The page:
I started with a Mooncup but I found it too big and switched to a Ladycup a little later down the line. Even over the 10 years I’ve been using them the market for these things has increased at a rapid rate. When I bought mine there was one brand in the UK. Now, and thanks to the internet, there’s even a comparison website for menstrual cups so you can find the size, capacity and price that’s right for you.

LadyCup and Mooncup
As you can see, I sized down. LadyCups are softer and smaller and come in pretty colours!


Let me tell you why I love these things:

  • They are environmentally sound as there is no waste to the landfill (also, less grumpy landlords as there's no more tampon-blocked toilets)
  • They save you a ton of money. I've spent £40 on 2 cups in 10 years vs £360 I would have spent on tampons. Over a lifetime that's an obscene amount of money!
  • There's a lot less mess.  I remove it and hot water rinse it twice a day; once when I wake up and once when I go to bed.
  • You get fewer cramps and stomach upsets. What else do you think happens when you insert a wedge of chemically drenched cotton wool into your body? Where do you think those chemicals go? Ever wondered why your stomach gets so upset on the first day or so? Ever wondered my towels dry out your skin on an already sensitive area? A cup stops all that.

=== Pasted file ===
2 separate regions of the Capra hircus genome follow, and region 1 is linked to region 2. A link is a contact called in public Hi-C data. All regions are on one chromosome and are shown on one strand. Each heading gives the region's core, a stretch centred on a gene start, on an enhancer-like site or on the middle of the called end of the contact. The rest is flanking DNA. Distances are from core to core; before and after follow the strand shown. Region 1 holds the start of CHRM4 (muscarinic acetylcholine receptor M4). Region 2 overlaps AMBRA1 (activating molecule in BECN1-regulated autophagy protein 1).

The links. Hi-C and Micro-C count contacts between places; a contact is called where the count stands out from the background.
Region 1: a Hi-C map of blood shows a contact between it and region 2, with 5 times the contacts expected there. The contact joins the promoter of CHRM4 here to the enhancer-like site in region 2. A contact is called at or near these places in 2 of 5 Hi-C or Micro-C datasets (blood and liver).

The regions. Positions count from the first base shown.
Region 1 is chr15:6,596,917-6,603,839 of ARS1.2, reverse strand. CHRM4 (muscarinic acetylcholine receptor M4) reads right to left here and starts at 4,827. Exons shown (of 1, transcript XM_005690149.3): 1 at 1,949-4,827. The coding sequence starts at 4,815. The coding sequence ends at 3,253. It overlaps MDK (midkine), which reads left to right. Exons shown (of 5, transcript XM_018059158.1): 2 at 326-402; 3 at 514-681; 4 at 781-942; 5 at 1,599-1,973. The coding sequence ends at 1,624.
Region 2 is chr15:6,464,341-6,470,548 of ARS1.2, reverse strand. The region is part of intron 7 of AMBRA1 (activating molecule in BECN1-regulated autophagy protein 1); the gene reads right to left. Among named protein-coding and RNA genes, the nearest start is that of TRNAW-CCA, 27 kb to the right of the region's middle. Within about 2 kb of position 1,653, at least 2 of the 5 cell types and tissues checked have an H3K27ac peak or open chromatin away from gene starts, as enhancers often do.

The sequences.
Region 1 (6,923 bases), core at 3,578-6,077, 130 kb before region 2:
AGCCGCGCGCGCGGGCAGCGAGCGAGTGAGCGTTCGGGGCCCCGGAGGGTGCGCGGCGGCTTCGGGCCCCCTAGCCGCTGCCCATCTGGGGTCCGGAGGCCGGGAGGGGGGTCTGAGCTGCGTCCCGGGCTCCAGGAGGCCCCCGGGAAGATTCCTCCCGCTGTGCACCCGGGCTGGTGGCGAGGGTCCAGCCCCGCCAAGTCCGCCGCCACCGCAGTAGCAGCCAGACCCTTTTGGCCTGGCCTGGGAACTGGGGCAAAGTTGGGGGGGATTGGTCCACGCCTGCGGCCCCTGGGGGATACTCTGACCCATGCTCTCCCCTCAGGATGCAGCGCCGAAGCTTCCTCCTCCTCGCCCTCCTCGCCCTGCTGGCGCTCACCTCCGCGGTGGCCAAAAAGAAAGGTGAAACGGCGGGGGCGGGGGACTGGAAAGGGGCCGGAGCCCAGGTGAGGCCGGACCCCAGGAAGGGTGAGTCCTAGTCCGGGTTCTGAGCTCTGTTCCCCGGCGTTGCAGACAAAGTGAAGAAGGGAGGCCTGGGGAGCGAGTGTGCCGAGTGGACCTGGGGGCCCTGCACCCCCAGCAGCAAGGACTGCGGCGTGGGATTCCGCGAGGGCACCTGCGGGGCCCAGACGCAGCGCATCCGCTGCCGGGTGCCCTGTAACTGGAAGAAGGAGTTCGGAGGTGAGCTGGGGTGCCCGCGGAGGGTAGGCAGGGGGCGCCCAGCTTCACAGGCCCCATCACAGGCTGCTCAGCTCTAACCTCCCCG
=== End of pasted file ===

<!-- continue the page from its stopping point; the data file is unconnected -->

• They last forever and clean up like new. Each month I sterilise it using a cup of kettle boiled water and a sterilising tablet from the baby section in Boots, leave the cup in it for 15 minutes and it comes out as new. 
  • They change your life. Did you not read the bulk of this article?

If periods are now a talking point, then let us be heard, ladies. Heather, your period is not a sign of weakness, it's a sign that we're human, we're women, our bodies can perform minor miracles and due to that, we have a bad day every now and then. Big deal. The fact that you said this has meant a there's been a huge discussion about this 'offensive' subject in the sporting world (words of National Country Coaches, not mine). Nutrition and training will change because of this, it's an exciting time for all female athletes out there. The playing field becomes equal once again. 

You know what the amazing thing is? A day or so after the crippling headache and bumping into stuff, I bounce back stronger. Every month.  Ladies, how awesome are we?


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2 comments:

  1. Great article. I'm 53 so my periods are almost at an end, but I wish I had tried these.

    https://flowerpowerlife.wordpress.com/

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  2. I also recommend cloth sanitary if you can't face insertion (after child birth these can be a bit traumatic). Why have disposable plastic next to you when you can have lovely bamboo instead